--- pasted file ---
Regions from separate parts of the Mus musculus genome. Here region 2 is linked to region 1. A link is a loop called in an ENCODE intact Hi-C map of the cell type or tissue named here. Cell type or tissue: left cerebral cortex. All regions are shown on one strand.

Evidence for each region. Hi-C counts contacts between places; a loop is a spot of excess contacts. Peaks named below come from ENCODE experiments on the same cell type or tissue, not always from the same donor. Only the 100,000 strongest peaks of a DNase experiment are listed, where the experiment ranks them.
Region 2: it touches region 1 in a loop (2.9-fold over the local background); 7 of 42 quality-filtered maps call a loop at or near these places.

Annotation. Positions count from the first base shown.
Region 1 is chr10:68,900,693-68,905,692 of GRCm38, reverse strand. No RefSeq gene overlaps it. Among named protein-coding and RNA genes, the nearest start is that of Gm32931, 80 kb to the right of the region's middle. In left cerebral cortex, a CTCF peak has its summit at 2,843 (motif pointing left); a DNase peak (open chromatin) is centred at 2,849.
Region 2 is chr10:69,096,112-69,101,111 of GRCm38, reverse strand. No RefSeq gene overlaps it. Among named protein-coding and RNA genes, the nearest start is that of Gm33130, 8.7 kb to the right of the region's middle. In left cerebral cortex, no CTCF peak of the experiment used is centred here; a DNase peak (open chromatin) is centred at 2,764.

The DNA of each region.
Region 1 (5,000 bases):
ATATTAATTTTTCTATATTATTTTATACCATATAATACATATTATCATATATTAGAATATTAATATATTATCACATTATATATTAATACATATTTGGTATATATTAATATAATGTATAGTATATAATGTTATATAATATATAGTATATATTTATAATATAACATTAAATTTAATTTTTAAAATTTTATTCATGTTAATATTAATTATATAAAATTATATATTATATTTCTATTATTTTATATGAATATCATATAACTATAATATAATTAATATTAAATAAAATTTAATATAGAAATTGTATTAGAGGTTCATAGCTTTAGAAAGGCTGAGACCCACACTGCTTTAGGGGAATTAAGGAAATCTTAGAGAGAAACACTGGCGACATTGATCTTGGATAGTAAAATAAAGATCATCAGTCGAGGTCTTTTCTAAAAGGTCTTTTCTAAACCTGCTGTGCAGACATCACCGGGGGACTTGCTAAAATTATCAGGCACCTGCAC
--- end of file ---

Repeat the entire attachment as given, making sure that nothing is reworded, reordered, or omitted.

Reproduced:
Regions from separate parts of the Mus musculus genome. Here region 2 is linked to region 1. A link is a loop called in an ENCODE intact Hi-C map of the cell type or tissue named here. Cell type or tissue: left cerebral cortex. All regions are shown on one strand.

Evidence for each region. Hi-C counts contacts between places; a loop is a spot of excess contacts. Peaks named below come from ENCODE experiments on the same cell type or tissue, not always from the same donor. Only the 100,000 strongest peaks of a DNase experiment are listed, where the experiment ranks them.
Region 2: it touches region 1 in a loop (2.9-fold over the local background); 7 of 42 quality-filtered maps call a loop at or near these places.

Annotation. Positions count from the first base shown.
Region 1 is chr10:68,900,693-68,905,692 of GRCm38, reverse strand. No RefSeq gene overlaps it. Among named protein-coding and RNA genes, the nearest start is that of Gm32931, 80 kb to the right of the region's middle. In left cerebral cortex, a CTCF peak has its summit at 2,843 (motif pointing left); a DNase peak (open chromatin) is centred at 2,849.
Region 2 is chr10:69,096,112-69,101,111 of GRCm38, reverse strand. No RefSeq gene overlaps it. Among named protein-coding and RNA genes, the nearest start is that of Gm33130, 8.7 kb to the right of the region's middle. In left cerebral cortex, no CTCF peak of the experiment used is centred here; a DNase peak (open chromatin) is centred at 2,764.

The DNA of each region.
Region 1 (5,000 bases):
ATATTAATTTTTCTATATTATTTTATACCATATAATACATATTATCATATATTAGAATATTAATATATTATCACATTATATATTAATACATATTTGGTATATATTAATATAATGTATAGTATATAATGTTATATAATATATAGTATATATTTATAATATAACATTAAATTTAATTTTTAAAATTTTATTCATGTTAATATTAATTATATAAAATTATATATTATATTTCTATTATTTTATATGAATATCATATAACTATAATATAATTAATATTAAATAAAATTTAATATAGAAATTGTATTAGAGGTTCATAGCTTTAGAAAGGCTGAGACCCACACTGCTTTAGGGGAATTAAGGAAATCTTAGAGAGAAACACTGGCGACATTGATCTTGGATAGTAAAATAAAGATCATCAGTCGAGGTCTTTTCTAAAAGGTCTTTTCTAAACCTGCTGTGCAGACATCACCGGGGGACTTGCTAAAATTATCAGGCACCTGCAC